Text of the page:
Consent, Revolution, and the End of the World
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State of Nature
Pop Culture
American Political Thought

How to Cite

Consent, Revolution, and the End of the World: America’s Apocalyptic Fixation as Politics. (2024). The Political Science Reviewer, 48(X).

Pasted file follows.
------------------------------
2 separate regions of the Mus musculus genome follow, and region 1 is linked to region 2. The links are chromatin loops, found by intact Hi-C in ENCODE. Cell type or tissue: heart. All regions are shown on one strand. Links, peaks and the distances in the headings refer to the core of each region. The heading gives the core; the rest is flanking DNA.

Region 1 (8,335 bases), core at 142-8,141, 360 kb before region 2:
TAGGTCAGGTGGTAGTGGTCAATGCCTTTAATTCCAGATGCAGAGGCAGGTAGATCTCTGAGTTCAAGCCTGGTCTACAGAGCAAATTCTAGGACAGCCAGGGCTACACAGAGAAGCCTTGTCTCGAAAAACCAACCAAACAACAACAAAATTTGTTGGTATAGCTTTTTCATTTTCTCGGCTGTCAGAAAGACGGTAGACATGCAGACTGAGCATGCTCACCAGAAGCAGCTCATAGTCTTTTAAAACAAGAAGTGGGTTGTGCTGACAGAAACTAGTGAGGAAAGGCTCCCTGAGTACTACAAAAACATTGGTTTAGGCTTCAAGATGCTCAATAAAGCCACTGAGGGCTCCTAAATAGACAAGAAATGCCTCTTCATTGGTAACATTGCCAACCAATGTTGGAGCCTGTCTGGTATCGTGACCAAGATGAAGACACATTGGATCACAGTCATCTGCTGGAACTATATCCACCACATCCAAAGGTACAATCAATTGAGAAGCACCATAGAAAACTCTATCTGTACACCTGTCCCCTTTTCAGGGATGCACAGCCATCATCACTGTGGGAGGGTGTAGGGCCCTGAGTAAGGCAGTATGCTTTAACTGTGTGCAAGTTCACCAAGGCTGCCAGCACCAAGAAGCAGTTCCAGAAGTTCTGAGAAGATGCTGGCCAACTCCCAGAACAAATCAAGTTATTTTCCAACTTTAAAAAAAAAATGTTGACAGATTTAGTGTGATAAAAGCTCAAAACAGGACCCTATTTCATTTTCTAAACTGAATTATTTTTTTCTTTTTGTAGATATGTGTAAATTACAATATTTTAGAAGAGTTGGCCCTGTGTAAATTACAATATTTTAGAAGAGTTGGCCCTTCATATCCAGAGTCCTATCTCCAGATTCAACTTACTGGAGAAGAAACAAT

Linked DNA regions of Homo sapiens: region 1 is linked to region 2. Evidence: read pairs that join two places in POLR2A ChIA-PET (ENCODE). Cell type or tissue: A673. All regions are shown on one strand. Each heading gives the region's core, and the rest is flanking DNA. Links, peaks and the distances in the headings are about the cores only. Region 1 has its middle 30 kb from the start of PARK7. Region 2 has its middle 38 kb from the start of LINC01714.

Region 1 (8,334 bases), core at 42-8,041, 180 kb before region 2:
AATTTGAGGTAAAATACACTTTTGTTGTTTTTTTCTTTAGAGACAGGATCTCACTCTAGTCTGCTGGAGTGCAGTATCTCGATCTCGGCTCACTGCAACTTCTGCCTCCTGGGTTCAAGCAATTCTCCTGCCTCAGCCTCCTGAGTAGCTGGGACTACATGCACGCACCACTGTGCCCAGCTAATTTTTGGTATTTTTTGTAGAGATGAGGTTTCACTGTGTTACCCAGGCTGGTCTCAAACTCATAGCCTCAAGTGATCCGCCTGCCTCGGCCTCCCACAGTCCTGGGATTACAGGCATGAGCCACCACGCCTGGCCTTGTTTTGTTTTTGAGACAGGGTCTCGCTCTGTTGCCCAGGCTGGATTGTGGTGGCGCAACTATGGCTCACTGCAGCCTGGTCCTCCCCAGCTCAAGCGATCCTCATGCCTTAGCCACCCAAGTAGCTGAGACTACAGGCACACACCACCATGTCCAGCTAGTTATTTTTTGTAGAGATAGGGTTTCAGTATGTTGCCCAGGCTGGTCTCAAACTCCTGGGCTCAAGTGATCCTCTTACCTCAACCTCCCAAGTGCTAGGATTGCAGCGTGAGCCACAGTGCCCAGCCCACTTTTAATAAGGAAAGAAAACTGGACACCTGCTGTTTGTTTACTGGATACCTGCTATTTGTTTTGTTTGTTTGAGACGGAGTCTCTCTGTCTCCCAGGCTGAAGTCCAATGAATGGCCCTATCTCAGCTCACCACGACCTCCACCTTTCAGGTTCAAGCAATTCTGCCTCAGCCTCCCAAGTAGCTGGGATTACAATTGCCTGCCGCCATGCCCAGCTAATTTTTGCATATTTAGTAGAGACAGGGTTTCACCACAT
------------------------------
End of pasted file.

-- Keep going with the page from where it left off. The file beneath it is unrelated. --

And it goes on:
Americans have a complicated, obsessive relationship with what we term a political apocalypse: the idea of the destruction of civil society and subsequent return to a state of nature. Americans are at once terrified of and drawn toward this prospect, both real and imaginary. The purpose of this paper is to identify with clarity this salient but heretofore neglected theme and stimulate further research into this phenomenon. We bring together diverse sources and media to emphasize the American fixation with political apocalypse to expose the theme and provide evidence for its pull. American pop culture is replete with examples of this draw. We argue that ideas foundational to the American regime (i.e., the state of nature and consent-based government) help explain the nature of this fixation. By examining the writings of Locke, Tocqueville, and Lincoln, we conclude that the American urge to participate in the initial act of governmental consent partly manifests itself as a fascination with stories depicting the end of the US government.
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